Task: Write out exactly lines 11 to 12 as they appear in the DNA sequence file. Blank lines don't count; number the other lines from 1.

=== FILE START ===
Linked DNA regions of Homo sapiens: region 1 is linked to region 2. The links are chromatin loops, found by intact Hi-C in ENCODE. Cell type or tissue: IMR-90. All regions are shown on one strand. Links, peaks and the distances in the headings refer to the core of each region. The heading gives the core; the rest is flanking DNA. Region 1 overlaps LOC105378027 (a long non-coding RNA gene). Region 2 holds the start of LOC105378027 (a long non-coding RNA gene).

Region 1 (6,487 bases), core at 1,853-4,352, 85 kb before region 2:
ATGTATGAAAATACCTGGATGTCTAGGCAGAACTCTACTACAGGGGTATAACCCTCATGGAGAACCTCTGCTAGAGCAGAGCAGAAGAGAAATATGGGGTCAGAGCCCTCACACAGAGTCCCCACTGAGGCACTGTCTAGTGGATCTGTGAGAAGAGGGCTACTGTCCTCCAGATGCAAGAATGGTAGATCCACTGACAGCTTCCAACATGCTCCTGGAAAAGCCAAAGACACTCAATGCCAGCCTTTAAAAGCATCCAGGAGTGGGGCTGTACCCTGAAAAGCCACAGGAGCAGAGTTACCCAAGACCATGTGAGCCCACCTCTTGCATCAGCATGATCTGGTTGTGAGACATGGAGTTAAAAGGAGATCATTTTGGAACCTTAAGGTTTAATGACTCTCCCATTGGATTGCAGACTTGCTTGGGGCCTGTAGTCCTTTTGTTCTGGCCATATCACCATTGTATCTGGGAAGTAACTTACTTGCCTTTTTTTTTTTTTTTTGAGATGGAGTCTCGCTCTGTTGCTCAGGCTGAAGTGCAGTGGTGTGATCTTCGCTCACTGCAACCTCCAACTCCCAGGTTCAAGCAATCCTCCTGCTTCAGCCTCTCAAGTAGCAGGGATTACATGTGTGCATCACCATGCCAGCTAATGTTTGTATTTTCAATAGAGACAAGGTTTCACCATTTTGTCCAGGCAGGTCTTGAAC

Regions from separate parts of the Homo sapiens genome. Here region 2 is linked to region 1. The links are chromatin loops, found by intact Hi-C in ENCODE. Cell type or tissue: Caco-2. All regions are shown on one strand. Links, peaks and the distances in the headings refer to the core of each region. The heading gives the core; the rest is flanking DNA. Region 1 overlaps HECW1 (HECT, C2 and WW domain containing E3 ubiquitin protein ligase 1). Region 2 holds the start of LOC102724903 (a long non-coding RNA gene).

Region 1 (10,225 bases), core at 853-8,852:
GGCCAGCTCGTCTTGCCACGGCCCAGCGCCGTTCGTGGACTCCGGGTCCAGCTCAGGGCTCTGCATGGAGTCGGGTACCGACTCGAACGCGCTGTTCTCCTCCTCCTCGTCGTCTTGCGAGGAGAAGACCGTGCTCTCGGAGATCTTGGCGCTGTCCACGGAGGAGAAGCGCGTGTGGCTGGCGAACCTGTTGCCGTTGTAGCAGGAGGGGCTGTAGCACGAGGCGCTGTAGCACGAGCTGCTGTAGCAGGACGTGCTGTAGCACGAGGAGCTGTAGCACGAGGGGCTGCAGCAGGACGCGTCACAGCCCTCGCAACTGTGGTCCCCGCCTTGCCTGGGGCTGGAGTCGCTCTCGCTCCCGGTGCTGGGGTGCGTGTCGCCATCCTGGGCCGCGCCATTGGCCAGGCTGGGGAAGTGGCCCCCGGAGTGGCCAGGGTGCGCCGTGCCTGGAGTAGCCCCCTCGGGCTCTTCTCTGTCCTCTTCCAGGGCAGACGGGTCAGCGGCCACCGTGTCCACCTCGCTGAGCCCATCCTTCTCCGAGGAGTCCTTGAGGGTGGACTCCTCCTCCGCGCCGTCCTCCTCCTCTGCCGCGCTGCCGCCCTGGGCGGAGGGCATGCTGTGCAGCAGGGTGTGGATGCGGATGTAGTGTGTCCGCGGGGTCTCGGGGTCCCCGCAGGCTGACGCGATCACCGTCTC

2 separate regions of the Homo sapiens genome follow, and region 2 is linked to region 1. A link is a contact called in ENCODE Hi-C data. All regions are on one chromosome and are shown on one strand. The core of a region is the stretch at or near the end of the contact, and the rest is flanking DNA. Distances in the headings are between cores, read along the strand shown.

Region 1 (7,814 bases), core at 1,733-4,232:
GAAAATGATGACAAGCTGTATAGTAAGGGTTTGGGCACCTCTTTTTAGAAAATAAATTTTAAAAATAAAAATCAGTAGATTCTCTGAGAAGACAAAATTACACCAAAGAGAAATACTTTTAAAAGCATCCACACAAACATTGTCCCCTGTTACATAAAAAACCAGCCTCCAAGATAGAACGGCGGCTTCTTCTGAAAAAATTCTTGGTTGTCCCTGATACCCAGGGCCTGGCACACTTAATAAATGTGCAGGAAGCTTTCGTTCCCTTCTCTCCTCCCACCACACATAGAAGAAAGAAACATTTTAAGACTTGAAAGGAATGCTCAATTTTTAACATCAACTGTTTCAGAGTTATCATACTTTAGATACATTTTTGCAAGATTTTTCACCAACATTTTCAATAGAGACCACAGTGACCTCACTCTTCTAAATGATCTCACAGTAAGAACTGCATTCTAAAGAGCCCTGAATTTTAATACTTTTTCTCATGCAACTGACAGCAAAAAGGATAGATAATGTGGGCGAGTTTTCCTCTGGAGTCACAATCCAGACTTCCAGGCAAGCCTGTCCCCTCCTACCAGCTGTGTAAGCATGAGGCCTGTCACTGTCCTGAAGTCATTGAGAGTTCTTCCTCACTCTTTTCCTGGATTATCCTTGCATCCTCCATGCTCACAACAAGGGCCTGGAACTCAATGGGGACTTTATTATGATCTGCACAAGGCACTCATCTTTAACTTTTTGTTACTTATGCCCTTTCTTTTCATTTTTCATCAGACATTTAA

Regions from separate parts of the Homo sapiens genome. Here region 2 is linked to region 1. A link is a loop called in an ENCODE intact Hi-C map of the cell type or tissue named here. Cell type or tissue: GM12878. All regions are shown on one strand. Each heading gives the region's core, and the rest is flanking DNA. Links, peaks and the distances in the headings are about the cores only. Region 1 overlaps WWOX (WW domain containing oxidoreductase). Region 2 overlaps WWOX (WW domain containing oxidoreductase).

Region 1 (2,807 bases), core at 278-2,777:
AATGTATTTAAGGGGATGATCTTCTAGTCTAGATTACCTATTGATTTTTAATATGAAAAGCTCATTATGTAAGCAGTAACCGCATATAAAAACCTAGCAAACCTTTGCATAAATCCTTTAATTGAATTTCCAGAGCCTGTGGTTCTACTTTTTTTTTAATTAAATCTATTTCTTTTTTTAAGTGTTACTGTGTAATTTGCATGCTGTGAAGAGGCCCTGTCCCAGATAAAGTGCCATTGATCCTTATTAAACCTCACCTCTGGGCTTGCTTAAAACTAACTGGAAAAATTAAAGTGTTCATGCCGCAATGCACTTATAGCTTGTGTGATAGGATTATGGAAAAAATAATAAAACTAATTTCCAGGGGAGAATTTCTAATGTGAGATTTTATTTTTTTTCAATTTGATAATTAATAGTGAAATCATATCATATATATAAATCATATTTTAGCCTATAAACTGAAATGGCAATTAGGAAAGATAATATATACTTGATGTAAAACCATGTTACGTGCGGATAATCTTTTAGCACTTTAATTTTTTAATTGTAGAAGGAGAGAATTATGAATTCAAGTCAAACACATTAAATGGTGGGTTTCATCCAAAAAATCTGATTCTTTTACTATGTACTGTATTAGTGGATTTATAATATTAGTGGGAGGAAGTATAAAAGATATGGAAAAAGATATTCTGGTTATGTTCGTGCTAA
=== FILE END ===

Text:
Region 1 (2,807 bases), core at 278-2,777:
AATGTATTTAAGGGGATGATCTTCTAGTCTAGATTACCTATTGATTTTTAATATGAAAAGCTCATTATGTAAGCAGTAACCGCATATAAAAACCTAGCAAACCTTTGCATAAATCCTTTAATTGAATTTCCAGAGCCTGTGGTTCTACTTTTTTTTTAATTAAATCTATTTCTTTTTTTAAGTGTTACTGTGTAATTTGCATGCTGTGAAGAGGCCCTGTCCCAGATAAAGTGCCATTGATCCTTATTAAACCTCACCTCTGGGCTTGCTTAAAACTAACTGGAAAAATTAAAGTGTTCATGCCGCAATGCACTTATAGCTTGTGTGATAGGATTATGGAAAAAATAATAAAACTAATTTCCAGGGGAGAATTTCTAATGTGAGATTTTATTTTTTTTCAATTTGATAATTAATAGTGAAATCATATCATATATATAAATCATATTTTAGCCTATAAACTGAAATGGCAATTAGGAAAGATAATATATACTTGATGTAAAACCATGTTACGTGCGGATAATCTTTTAGCACTTTAATTTTTTAATTGTAGAAGGAGAGAATTATGAATTCAAGTCAAACACATTAAATGGTGGGTTTCATCCAAAAAATCTGATTCTTTTACTATGTACTGTATTAGTGGATTTATAATATTAGTGGGAGGAAGTATAAAAGATATGGAAAAAGATATTCTGGTTATGTTCGTGCTAA